WHILDEN’S POND 4 © 2002Big Cypress Gallery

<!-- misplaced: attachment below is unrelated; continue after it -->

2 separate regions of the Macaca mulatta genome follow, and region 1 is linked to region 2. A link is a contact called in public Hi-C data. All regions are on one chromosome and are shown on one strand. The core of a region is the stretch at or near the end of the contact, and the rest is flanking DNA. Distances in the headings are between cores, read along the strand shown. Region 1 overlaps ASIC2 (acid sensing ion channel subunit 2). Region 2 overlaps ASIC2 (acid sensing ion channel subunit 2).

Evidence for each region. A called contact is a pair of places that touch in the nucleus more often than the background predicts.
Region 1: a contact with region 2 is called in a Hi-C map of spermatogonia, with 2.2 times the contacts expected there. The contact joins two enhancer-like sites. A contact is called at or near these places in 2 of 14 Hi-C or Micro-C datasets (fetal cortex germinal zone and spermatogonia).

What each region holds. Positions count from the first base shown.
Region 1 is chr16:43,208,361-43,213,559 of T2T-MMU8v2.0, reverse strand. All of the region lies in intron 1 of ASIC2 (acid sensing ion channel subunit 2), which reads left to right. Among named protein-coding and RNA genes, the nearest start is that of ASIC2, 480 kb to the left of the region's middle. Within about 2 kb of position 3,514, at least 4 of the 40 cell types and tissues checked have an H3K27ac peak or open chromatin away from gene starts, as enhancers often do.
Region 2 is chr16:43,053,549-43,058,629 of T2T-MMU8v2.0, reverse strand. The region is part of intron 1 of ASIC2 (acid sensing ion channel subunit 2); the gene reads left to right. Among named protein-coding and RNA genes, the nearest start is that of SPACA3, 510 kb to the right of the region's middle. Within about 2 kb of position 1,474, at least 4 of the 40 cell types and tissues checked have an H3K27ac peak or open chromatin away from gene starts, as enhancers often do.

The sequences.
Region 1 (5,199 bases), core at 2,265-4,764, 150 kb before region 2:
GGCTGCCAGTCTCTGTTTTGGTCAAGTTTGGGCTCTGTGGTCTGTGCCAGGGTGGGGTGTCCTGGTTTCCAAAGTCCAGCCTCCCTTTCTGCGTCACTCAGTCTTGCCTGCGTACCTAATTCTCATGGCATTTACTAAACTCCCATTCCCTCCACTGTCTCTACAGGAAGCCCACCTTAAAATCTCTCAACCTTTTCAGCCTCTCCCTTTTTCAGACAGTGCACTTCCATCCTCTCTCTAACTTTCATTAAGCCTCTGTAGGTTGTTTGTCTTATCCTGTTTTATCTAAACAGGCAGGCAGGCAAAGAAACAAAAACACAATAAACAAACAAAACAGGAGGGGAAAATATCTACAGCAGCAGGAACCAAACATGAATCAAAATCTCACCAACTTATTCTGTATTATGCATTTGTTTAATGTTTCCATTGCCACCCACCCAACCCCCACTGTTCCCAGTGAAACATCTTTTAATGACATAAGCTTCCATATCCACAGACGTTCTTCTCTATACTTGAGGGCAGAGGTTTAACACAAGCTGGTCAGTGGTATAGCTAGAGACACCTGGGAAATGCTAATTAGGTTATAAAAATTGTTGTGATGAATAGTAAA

During the winter, so many birds fly into the pond, it’s like having the Discovery Channel outside the cottage window. Achieving the correct exposure to photograph birds with a large format camera is difficult, so I set up Niki’s Pentax 6″ x 7″ camera, with an 1200mm lens, in a position where I would only have to open the window to take a photograph. My ideal way of shooting birds is from our sunroom . . . in air conditioning. The Great Egret The great egret stands in stark contrast to most of its wetland habitat with its jet-black legs, keen yellow eyes, regal pose, and suit of brilliant white feathers. There are 17 wading bird species in the Everglades, and each has a unique method of capturing food. A great egret stands still atop a branch or walks stealthily through shallow waters searching for fish, frogs, freshwater eels, and even young snakes and alligators. When it finds its prey, the egret delivers a deadly jab with its dagger-like bill. When surrounding wet prairies have dried up, and fish have retreated to the only remaining water holes, ponds such as this become opportune vistas for observing wildlife and their distinctive behavioral patterns. Whilden’s Pond 4 was taken with a Pentax 6×7 camera on Ilford XP2 film. This photograph is hand-printed in Clyde’s darkroom on fiber-based paper, selenium toned, then mounted and matted to current archival standards. The photograph is a limited edition and signed by Clyde. Camera settings f/22 | 1200mm Takumar lens| 1/4 second Disclaimer – Cropping, contrast, and image density may vary. Darkroom prints have a border. Please call the gallery for the exact image size. To learn more about the darkroom printing process, click here.